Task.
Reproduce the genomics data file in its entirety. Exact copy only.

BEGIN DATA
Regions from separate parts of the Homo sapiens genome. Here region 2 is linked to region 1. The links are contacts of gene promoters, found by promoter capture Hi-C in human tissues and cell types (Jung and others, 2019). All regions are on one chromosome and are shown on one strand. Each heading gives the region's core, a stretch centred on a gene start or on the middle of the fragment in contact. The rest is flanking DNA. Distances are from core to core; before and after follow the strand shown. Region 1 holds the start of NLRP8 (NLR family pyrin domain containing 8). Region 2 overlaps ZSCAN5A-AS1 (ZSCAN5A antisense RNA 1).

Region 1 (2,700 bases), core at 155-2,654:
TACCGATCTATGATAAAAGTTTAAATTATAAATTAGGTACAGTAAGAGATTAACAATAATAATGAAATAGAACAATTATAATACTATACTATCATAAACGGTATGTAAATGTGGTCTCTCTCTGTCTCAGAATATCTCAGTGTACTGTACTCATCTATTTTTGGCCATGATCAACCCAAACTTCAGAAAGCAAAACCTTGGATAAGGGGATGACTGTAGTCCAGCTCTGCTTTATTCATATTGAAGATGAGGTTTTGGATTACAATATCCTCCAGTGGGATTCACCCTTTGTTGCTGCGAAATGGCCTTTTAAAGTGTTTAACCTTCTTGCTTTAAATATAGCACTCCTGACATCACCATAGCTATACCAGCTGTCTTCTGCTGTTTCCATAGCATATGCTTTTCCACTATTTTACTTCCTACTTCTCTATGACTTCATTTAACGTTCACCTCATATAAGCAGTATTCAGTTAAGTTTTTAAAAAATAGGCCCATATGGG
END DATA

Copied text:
Regions from separate parts of the Homo sapiens genome. Here region 2 is linked to region 1. The links are contacts of gene promoters, found by promoter capture Hi-C in human tissues and cell types (Jung and others, 2019). All regions are on one chromosome and are shown on one strand. Each heading gives the region's core, a stretch centred on a gene start or on the middle of the fragment in contact. The rest is flanking DNA. Distances are from core to core; before and after follow the strand shown. Region 1 holds the start of NLRP8 (NLR family pyrin domain containing 8). Region 2 overlaps ZSCAN5A-AS1 (ZSCAN5A antisense RNA 1).

Region 1 (2,700 bases), core at 155-2,654:
TACCGATCTATGATAAAAGTTTAAATTATAAATTAGGTACAGTAAGAGATTAACAATAATAATGAAATAGAACAATTATAATACTATACTATCATAAACGGTATGTAAATGTGGTCTCTCTCTGTCTCAGAATATCTCAGTGTACTGTACTCATCTATTTTTGGCCATGATCAACCCAAACTTCAGAAAGCAAAACCTTGGATAAGGGGATGACTGTAGTCCAGCTCTGCTTTATTCATATTGAAGATGAGGTTTTGGATTACAATATCCTCCAGTGGGATTCACCCTTTGTTGCTGCGAAATGGCCTTTTAAAGTGTTTAACCTTCTTGCTTTAAATATAGCACTCCTGACATCACCATAGCTATACCAGCTGTCTTCTGCTGTTTCCATAGCATATGCTTTTCCACTATTTTACTTCCTACTTCTCTATGACTTCATTTAACGTTCACCTCATATAAGCAGTATTCAGTTAAGTTTTTAAAAAATAGGCCCATATGGG